Dr. Yvette Keel was elected to the Liberty County Board of Education District 6 in a special election after Sampie Smith abruptly resigned. Smith won the seat in November 2014 and resigned in February 2015, citing personal reasons for his departure. Keel, a retired educator, faced off against Justin McCartney, an accountant for Gulfstream, for the open seat. Although voter turnout was low, in the end, Keel won with 140 votes to 65 votes for McCartney. Keel said she was thrilled with winning and hoped to bring change to the Board of Education.
Zaxby’s opened its first store in Liberty County across the street from the VA clinic on Oglethorpe Highway. The store gave away one menu item per week for a year to the first 100 customers as a way to celebrate its grand opening. By 9 a.m. Jan. 26, the line extended into the parking lot, and the first customer said he had been there since 11:30 p.m. the night before.
An estimated 800 Vietnam Veterans from around the region converged June 19 on Fort Stewart’s Cottrell Field to be officially welcomed home during the 50th anniversary of the war. The veterans walked across the field to the cheers of the Fort Stewart community and family and friends. NBC News also highlighted the ceremony.
New garrison commander
Fort Stewart Garrison Commander Col. Kevin Gregory relinquished command July 1 to Col. Townley Hedrick after three years in the job. During Gregory’s tenure, the garrison won the Army Community of Excellence Award in 2015, recognizing Fort Stewart as the best installation in the Army. At the end of the ceremony, a long line of community members waited to say their farewells to Gregory and his wife, Gabby.
New 3rd ID commander
Then-Maj. Gen. Mike Murray, 3rd Infantry Division’s commanding general, relinquished command Aug. 1 to Maj. Gen. James Rainey at Bagram Airfield, Afghanistan. The Fort Stewart community said goodbye to the outgoing general before he left for his new job in Washington and was promoted to lieutenant general. Rainey commanded 3rd ID from Afghanistan for more than three months until the last group came home on Veterans Day.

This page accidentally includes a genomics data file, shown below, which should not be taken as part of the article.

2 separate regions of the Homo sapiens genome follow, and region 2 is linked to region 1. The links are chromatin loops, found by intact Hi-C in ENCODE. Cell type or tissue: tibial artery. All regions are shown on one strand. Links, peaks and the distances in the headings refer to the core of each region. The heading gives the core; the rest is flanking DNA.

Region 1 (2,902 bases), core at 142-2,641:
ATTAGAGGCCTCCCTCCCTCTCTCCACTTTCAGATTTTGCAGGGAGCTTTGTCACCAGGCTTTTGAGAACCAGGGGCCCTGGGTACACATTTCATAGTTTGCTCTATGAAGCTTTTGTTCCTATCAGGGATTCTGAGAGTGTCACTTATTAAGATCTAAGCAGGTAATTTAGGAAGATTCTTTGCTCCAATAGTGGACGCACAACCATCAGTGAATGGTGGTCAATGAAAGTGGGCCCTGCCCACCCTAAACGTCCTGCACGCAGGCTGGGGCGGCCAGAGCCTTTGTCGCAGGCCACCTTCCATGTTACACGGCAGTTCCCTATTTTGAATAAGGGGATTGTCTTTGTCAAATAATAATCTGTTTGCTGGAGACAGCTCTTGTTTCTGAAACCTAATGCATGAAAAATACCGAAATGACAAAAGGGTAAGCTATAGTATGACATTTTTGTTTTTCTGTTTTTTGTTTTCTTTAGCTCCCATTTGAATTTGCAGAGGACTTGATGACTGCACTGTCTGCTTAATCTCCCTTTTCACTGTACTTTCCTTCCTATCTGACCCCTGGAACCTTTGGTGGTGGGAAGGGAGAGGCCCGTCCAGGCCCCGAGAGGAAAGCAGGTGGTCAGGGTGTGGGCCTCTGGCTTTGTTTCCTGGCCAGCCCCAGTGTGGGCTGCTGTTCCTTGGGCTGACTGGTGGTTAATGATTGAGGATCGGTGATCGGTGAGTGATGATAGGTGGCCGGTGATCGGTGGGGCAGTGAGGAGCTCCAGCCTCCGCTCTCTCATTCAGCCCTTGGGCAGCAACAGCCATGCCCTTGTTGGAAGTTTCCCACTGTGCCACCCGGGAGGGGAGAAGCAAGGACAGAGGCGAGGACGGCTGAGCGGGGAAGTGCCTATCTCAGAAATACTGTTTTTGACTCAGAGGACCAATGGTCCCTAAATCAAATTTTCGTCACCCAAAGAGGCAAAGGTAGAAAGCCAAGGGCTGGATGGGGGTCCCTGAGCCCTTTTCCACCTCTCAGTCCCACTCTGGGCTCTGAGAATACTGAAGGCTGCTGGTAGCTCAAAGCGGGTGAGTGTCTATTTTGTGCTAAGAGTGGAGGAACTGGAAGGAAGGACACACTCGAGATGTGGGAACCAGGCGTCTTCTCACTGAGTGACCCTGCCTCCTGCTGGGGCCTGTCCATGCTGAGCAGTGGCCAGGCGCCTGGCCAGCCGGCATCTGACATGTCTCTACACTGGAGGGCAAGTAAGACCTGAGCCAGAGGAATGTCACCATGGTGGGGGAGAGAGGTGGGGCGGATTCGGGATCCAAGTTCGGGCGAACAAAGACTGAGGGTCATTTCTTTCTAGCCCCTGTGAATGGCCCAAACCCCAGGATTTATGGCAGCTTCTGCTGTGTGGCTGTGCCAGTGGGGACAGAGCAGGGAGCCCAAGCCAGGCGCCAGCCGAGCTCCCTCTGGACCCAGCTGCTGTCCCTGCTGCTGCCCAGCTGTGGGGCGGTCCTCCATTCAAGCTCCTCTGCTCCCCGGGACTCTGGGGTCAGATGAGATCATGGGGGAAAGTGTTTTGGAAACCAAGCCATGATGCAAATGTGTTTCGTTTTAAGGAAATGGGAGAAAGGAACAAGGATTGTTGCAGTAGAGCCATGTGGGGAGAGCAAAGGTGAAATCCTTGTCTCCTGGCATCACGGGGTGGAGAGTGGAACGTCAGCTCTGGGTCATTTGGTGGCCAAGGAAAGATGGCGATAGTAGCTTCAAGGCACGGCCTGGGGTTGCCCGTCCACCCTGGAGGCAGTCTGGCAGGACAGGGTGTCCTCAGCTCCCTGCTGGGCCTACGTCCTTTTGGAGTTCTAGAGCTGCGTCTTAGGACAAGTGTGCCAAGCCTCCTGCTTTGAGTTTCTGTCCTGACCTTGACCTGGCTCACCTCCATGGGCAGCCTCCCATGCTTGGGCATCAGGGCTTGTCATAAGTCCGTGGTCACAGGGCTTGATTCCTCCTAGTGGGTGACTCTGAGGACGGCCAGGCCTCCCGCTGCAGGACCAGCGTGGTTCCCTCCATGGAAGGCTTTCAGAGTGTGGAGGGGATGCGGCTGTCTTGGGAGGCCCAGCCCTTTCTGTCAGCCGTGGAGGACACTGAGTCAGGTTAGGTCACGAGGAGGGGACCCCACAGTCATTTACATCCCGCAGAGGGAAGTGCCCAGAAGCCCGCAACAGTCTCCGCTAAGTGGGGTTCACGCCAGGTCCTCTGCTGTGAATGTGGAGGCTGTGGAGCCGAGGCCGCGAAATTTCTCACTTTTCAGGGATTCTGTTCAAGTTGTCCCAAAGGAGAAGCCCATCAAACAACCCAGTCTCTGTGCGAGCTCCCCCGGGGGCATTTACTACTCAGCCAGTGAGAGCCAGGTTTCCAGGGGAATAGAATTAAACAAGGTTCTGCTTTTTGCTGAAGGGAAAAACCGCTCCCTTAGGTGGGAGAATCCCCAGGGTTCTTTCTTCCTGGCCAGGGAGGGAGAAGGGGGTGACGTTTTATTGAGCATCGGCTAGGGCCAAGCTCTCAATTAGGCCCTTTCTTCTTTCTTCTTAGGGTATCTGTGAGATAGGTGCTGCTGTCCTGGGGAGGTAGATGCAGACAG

Wal-Mart Neighborhood Market opens
The first of two Hinesville Wal-Mart Neighborhood Markets opened Sept. 9 on West Oglethorpe Highway in Hinesville. It was reported in June that the store would be hiring up to 95 workers. The store features a gas station as well as a pharmacy, and garden center, according to its website. The store brought access to groceries to an area without many similar stores and is open 24 hours, seven days a week.
2nd Brigade goes to JRTC
2nd Infantry Brigade Combat Team, 3rd Infantry Division, trained for several months this year before heading to the Joint Readiness Training Center on Fort Polk, Louisiana to validate its skills at the brigade level. A Coastal Courier reporter embedded with the brigade during its last week in “the box” and saw firsthand life in the field and obstacles soldiers must overcome to accomplish a mission. The brigade then took on its new mission as a regionally aligned brigade with Africa Command for the next year. The brigade will send soldiers to different African countries for a variety of missions.
New Hinesville mayor and council members
As the second term of Mayor Jim Thomas came to a close, Hinesville residents voted in the December runoff election for former mayor Allen Brown over Mayor Pro-tem Charles Frasier. Frasier had been on the City Council for 28 years and the defeat also saw the end of his term. Council member David Anderson Sr. retired his seat, leaving it open for Vicky Nelson, who also won during the runoff, and Frasier’s seat went to Diana Reid. The inauguration ceremony for mayor and council will be at noon Monday.